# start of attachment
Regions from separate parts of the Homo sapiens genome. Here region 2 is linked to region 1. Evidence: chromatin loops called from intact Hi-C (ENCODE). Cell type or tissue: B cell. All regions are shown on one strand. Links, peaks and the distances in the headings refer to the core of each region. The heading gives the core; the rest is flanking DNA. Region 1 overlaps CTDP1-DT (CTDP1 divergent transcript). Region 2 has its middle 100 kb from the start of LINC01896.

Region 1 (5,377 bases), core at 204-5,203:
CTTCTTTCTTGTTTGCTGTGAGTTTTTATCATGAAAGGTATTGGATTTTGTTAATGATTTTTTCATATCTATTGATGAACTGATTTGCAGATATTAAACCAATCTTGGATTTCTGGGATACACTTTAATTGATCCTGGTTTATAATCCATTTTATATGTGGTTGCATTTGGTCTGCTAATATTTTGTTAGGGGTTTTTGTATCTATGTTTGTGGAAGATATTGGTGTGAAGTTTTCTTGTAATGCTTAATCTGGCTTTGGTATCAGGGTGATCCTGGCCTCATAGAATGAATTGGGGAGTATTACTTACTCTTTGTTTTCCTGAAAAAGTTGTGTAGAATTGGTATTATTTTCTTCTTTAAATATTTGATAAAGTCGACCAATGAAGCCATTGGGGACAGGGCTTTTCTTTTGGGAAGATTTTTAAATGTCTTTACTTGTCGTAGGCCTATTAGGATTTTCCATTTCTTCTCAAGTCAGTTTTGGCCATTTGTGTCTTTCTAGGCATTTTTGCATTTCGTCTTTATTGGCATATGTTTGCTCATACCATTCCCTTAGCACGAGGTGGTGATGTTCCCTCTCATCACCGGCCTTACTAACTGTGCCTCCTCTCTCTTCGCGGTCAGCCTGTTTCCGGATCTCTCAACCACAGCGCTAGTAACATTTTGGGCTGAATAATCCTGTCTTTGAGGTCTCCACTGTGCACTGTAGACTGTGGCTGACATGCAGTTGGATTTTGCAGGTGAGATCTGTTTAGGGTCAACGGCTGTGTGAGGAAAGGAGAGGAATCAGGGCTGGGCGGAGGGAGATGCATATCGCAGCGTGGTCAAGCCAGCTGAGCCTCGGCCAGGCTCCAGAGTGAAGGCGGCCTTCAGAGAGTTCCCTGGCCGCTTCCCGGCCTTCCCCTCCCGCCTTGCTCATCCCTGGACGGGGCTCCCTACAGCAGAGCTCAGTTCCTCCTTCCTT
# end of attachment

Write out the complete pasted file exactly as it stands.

Regions from separate parts of the Homo sapiens genome. Here region 2 is linked to region 1. Evidence: chromatin loops called from intact Hi-C (ENCODE). Cell type or tissue: B cell. All regions are shown on one strand. Links, peaks and the distances in the headings refer to the core of each region. The heading gives the core; the rest is flanking DNA. Region 1 overlaps CTDP1-DT (CTDP1 divergent transcript). Region 2 has its middle 100 kb from the start of LINC01896.

Region 1 (5,377 bases), core at 204-5,203:
CTTCTTTCTTGTTTGCTGTGAGTTTTTATCATGAAAGGTATTGGATTTTGTTAATGATTTTTTCATATCTATTGATGAACTGATTTGCAGATATTAAACCAATCTTGGATTTCTGGGATACACTTTAATTGATCCTGGTTTATAATCCATTTTATATGTGGTTGCATTTGGTCTGCTAATATTTTGTTAGGGGTTTTTGTATCTATGTTTGTGGAAGATATTGGTGTGAAGTTTTCTTGTAATGCTTAATCTGGCTTTGGTATCAGGGTGATCCTGGCCTCATAGAATGAATTGGGGAGTATTACTTACTCTTTGTTTTCCTGAAAAAGTTGTGTAGAATTGGTATTATTTTCTTCTTTAAATATTTGATAAAGTCGACCAATGAAGCCATTGGGGACAGGGCTTTTCTTTTGGGAAGATTTTTAAATGTCTTTACTTGTCGTAGGCCTATTAGGATTTTCCATTTCTTCTCAAGTCAGTTTTGGCCATTTGTGTCTTTCTAGGCATTTTTGCATTTCGTCTTTATTGGCATATGTTTGCTCATACCATTCCCTTAGCACGAGGTGGTGATGTTCCCTCTCATCACCGGCCTTACTAACTGTGCCTCCTCTCTCTTCGCGGTCAGCCTGTTTCCGGATCTCTCAACCACAGCGCTAGTAACATTTTGGGCTGAATAATCCTGTCTTTGAGGTCTCCACTGTGCACTGTAGACTGTGGCTGACATGCAGTTGGATTTTGCAGGTGAGATCTGTTTAGGGTCAACGGCTGTGTGAGGAAAGGAGAGGAATCAGGGCTGGGCGGAGGGAGATGCATATCGCAGCGTGGTCAAGCCAGCTGAGCCTCGGCCAGGCTCCAGAGTGAAGGCGGCCTTCAGAGAGTTCCCTGGCCGCTTCCCGGCCTTCCCCTCCCGCCTTGCTCATCCCTGGACGGGGCTCCCTACAGCAGAGCTCAGTTCCTCCTTCCTT